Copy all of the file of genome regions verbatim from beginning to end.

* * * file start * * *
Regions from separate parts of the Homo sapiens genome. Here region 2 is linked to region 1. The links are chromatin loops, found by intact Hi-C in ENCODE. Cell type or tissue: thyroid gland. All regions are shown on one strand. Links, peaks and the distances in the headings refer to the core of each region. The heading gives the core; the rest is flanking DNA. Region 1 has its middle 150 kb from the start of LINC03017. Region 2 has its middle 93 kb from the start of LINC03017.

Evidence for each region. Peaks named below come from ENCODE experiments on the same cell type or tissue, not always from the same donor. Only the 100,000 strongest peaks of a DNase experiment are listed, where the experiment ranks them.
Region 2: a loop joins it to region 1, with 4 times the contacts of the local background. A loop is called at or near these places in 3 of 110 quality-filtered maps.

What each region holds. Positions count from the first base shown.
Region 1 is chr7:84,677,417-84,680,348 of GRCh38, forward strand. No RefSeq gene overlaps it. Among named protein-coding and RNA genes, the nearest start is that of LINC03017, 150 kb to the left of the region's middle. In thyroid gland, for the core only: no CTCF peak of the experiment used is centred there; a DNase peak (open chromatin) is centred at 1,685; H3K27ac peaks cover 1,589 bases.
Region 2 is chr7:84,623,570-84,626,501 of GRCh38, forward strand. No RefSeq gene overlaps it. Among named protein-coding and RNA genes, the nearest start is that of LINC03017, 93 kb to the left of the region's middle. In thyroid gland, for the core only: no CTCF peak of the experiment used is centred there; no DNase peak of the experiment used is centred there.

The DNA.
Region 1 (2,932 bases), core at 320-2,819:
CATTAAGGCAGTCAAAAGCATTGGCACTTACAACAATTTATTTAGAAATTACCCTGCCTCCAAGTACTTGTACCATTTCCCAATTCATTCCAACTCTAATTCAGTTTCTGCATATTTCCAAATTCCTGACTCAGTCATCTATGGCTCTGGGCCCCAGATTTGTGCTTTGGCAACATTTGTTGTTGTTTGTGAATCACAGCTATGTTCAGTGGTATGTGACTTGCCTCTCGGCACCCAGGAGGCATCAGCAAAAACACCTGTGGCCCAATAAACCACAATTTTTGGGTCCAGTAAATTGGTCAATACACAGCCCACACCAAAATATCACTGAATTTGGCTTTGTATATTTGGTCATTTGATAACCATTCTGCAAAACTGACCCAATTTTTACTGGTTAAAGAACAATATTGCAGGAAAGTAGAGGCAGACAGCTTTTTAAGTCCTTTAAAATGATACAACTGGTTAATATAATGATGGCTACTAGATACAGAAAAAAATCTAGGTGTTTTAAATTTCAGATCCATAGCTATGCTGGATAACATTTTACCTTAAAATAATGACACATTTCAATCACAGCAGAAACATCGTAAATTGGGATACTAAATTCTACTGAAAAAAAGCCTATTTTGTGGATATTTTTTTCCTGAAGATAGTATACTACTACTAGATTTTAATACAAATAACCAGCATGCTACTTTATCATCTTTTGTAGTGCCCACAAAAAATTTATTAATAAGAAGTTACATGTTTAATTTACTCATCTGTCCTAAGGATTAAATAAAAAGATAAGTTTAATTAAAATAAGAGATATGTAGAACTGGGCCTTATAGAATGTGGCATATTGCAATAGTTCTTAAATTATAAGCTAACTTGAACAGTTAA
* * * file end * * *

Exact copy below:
Regions from separate parts of the Homo sapiens genome. Here region 2 is linked to region 1. The links are chromatin loops, found by intact Hi-C in ENCODE. Cell type or tissue: thyroid gland. All regions are shown on one strand. Links, peaks and the distances in the headings refer to the core of each region. The heading gives the core; the rest is flanking DNA. Region 1 has its middle 150 kb from the start of LINC03017. Region 2 has its middle 93 kb from the start of LINC03017.

Evidence for each region. Peaks named below come from ENCODE experiments on the same cell type or tissue, not always from the same donor. Only the 100,000 strongest peaks of a DNase experiment are listed, where the experiment ranks them.
Region 2: a loop joins it to region 1, with 4 times the contacts of the local background. A loop is called at or near these places in 3 of 110 quality-filtered maps.

What each region holds. Positions count from the first base shown.
Region 1 is chr7:84,677,417-84,680,348 of GRCh38, forward strand. No RefSeq gene overlaps it. Among named protein-coding and RNA genes, the nearest start is that of LINC03017, 150 kb to the left of the region's middle. In thyroid gland, for the core only: no CTCF peak of the experiment used is centred there; a DNase peak (open chromatin) is centred at 1,685; H3K27ac peaks cover 1,589 bases.
Region 2 is chr7:84,623,570-84,626,501 of GRCh38, forward strand. No RefSeq gene overlaps it. Among named protein-coding and RNA genes, the nearest start is that of LINC03017, 93 kb to the left of the region's middle. In thyroid gland, for the core only: no CTCF peak of the experiment used is centred there; no DNase peak of the experiment used is centred there.

The DNA.
Region 1 (2,932 bases), core at 320-2,819:
CATTAAGGCAGTCAAAAGCATTGGCACTTACAACAATTTATTTAGAAATTACCCTGCCTCCAAGTACTTGTACCATTTCCCAATTCATTCCAACTCTAATTCAGTTTCTGCATATTTCCAAATTCCTGACTCAGTCATCTATGGCTCTGGGCCCCAGATTTGTGCTTTGGCAACATTTGTTGTTGTTTGTGAATCACAGCTATGTTCAGTGGTATGTGACTTGCCTCTCGGCACCCAGGAGGCATCAGCAAAAACACCTGTGGCCCAATAAACCACAATTTTTGGGTCCAGTAAATTGGTCAATACACAGCCCACACCAAAATATCACTGAATTTGGCTTTGTATATTTGGTCATTTGATAACCATTCTGCAAAACTGACCCAATTTTTACTGGTTAAAGAACAATATTGCAGGAAAGTAGAGGCAGACAGCTTTTTAAGTCCTTTAAAATGATACAACTGGTTAATATAATGATGGCTACTAGATACAGAAAAAAATCTAGGTGTTTTAAATTTCAGATCCATAGCTATGCTGGATAACATTTTACCTTAAAATAATGACACATTTCAATCACAGCAGAAACATCGTAAATTGGGATACTAAATTCTACTGAAAAAAAGCCTATTTTGTGGATATTTTTTTCCTGAAGATAGTATACTACTACTAGATTTTAATACAAATAACCAGCATGCTACTTTATCATCTTTTGTAGTGCCCACAAAAAATTTATTAATAAGAAGTTACATGTTTAATTTACTCATCTGTCCTAAGGATTAAATAAAAAGATAAGTTTAATTAAAATAAGAGATATGTAGAACTGGGCCTTATAGAATGTGGCATATTGCAATAGTTCTTAAATTATAAGCTAACTTGAACAGTTAA